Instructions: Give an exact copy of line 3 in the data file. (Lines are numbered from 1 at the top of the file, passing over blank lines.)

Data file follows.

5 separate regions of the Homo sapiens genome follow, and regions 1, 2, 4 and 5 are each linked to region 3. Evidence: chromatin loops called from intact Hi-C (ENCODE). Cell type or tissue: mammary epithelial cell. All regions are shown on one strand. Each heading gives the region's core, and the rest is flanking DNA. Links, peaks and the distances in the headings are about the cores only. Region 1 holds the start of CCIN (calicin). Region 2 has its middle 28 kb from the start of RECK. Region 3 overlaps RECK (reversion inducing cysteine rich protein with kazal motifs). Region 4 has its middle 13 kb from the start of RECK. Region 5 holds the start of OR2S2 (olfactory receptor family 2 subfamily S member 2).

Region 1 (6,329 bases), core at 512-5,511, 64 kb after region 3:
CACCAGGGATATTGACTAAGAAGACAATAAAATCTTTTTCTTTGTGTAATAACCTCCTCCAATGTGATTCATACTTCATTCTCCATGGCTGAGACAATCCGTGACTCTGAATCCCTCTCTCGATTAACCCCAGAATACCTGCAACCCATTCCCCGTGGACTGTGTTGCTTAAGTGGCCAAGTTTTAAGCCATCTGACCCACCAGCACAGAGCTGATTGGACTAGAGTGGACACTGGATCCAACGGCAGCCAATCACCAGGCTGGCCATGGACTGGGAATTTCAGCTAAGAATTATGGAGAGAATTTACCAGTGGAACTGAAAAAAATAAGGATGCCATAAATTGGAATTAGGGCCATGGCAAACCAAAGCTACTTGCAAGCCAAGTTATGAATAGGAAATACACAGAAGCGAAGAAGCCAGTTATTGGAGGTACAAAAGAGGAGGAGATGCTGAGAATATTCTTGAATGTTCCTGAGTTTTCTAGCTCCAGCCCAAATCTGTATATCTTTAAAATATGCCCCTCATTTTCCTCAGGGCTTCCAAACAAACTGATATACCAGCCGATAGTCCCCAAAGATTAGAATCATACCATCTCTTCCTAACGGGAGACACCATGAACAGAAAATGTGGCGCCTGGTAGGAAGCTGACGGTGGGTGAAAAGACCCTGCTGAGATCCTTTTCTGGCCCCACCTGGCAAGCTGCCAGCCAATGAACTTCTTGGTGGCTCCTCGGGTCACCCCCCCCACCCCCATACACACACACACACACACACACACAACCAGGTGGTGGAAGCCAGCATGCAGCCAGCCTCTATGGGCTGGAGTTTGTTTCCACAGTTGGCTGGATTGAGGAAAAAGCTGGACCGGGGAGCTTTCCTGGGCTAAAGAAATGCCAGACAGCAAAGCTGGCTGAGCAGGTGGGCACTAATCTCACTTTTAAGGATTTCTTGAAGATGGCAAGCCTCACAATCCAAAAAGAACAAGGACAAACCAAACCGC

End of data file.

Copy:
CACCAGGGATATTGACTAAGAAGACAATAAAATCTTTTTCTTTGTGTAATAACCTCCTCCAATGTGATTCATACTTCATTCTCCATGGCTGAGACAATCCGTGACTCTGAATCCCTCTCTCGATTAACCCCAGAATACCTGCAACCCATTCCCCGTGGACTGTGTTGCTTAAGTGGCCAAGTTTTAAGCCATCTGACCCACCAGCACAGAGCTGATTGGACTAGAGTGGACACTGGATCCAACGGCAGCCAATCACCAGGCTGGCCATGGACTGGGAATTTCAGCTAAGAATTATGGAGAGAATTTACCAGTGGAACTGAAAAAAATAAGGATGCCATAAATTGGAATTAGGGCCATGGCAAACCAAAGCTACTTGCAAGCCAAGTTATGAATAGGAAATACACAGAAGCGAAGAAGCCAGTTATTGGAGGTACAAAAGAGGAGGAGATGCTGAGAATATTCTTGAATGTTCCTGAGTTTTCTAGCTCCAGCCCAAATCTGTATATCTTTAAAATATGCCCCTCATTTTCCTCAGGGCTTCCAAACAAACTGATATACCAGCCGATAGTCCCCAAAGATTAGAATCATACCATCTCTTCCTAACGGGAGACACCATGAACAGAAAATGTGGCGCCTGGTAGGAAGCTGACGGTGGGTGAAAAGACCCTGCTGAGATCCTTTTCTGGCCCCACCTGGCAAGCTGCCAGCCAATGAACTTCTTGGTGGCTCCTCGGGTCACCCCCCCCACCCCCATACACACACACACACACACACACACAACCAGGTGGTGGAAGCCAGCATGCAGCCAGCCTCTATGGGCTGGAGTTTGTTTCCACAGTTGGCTGGATTGAGGAAAAAGCTGGACCGGGGAGCTTTCCTGGGCTAAAGAAATGCCAGACAGCAAAGCTGGCTGAGCAGGTGGGCACTAATCTCACTTTTAAGGATTTCTTGAAGATGGCAAGCCTCACAATCCAAAAAGAACAAGGACAAACCAAACCGC